Wednesday, March 23, 2005

Incitement to Religious Hatred

Question Number 8 from the Incitement to Religious Hatred FAQ available at the Home Office Website.

8. Will religion be defined? Will the definition include cults?

In keeping with similar legislation, the proposals do not define the meaning of religion. 'Religious hatred' is defined as 'hatred against a group of people defined by their religious beliefs or lack of religious belief'. Explanatory notes have been published which provide a non-exhaustive list of widely practised religions and clearly explain that the protection also covers people identified with a particular branch of a religion. They also stress that the protection of the offence covers Atheists, Humanists and Agnostics. When the circumstances are unclear, the courts will decide whether a particular group of people is protected, in the wider context of the criminal behaviour being considered. If the courts ruled that a new religious movement qualified as a religion for the purposes of the new offence, that would not prevent criticism of the practices of that movement.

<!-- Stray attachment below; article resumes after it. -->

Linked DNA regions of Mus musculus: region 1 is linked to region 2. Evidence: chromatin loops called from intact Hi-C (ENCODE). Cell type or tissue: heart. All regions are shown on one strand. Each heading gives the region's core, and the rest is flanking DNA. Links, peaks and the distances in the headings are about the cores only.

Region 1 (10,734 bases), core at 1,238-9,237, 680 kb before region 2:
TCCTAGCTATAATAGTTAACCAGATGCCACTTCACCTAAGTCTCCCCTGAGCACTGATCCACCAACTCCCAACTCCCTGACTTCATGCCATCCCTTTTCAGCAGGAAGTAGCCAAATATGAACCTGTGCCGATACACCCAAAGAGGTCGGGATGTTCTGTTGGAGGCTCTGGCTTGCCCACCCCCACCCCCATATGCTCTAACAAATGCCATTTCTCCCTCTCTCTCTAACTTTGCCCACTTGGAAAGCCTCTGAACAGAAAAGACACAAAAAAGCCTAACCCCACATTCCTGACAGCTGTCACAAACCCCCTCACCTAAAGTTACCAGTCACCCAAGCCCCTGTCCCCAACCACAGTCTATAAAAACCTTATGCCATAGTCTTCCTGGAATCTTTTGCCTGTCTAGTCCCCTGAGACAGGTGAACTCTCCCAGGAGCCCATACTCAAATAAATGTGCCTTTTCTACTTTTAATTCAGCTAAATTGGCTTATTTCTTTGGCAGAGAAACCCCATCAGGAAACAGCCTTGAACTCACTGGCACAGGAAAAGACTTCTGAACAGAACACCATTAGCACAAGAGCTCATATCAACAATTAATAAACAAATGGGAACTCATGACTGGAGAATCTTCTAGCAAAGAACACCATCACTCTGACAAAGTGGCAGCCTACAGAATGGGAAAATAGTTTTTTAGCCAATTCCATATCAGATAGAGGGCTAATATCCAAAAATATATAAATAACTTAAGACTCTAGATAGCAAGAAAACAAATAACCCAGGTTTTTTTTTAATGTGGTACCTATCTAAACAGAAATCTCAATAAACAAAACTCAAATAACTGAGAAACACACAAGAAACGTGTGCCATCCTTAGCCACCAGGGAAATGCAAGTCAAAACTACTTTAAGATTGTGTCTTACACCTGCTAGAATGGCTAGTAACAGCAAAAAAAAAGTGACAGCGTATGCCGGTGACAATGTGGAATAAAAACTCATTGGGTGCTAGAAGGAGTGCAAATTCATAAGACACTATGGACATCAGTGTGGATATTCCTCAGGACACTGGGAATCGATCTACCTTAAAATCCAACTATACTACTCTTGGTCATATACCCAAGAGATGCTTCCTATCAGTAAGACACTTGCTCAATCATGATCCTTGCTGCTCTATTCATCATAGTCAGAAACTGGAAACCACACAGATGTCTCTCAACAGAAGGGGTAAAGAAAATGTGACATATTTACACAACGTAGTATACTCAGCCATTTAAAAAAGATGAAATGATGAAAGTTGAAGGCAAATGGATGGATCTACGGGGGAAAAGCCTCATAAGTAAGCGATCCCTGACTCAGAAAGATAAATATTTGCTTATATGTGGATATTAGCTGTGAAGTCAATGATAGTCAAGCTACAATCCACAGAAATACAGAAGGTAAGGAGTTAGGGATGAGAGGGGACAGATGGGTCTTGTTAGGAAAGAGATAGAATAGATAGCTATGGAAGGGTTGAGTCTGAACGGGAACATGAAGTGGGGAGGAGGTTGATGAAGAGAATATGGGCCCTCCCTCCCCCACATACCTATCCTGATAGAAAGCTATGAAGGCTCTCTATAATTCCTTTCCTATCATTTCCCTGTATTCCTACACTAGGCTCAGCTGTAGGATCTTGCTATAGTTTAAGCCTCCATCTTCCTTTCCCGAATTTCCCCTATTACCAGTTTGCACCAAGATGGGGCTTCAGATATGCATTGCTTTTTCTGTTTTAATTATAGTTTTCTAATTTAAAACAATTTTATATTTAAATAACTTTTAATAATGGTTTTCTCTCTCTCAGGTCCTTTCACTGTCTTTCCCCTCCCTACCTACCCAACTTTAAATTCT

This really is beyond parody. Within the 'Alice In Wonderland' world that this law's framers inhabit it makes complete sense for Atheism to be covered.

It was not so long ago that "Jedi Knight" made it to the list of religions for the 2001 UK census. You can get the complete list here. Other highlights include Druidism, Satanism, Wicca, and Celtic Pagan.

Given this precedent, I think we can confidently expect many interesting cases in which the courts are required to rule if a movement "qualifies as a religion for the purposes of the new offence."

Prince Charles famously wants to be Protector all All Faiths if and when he is King. He is going to be busy.

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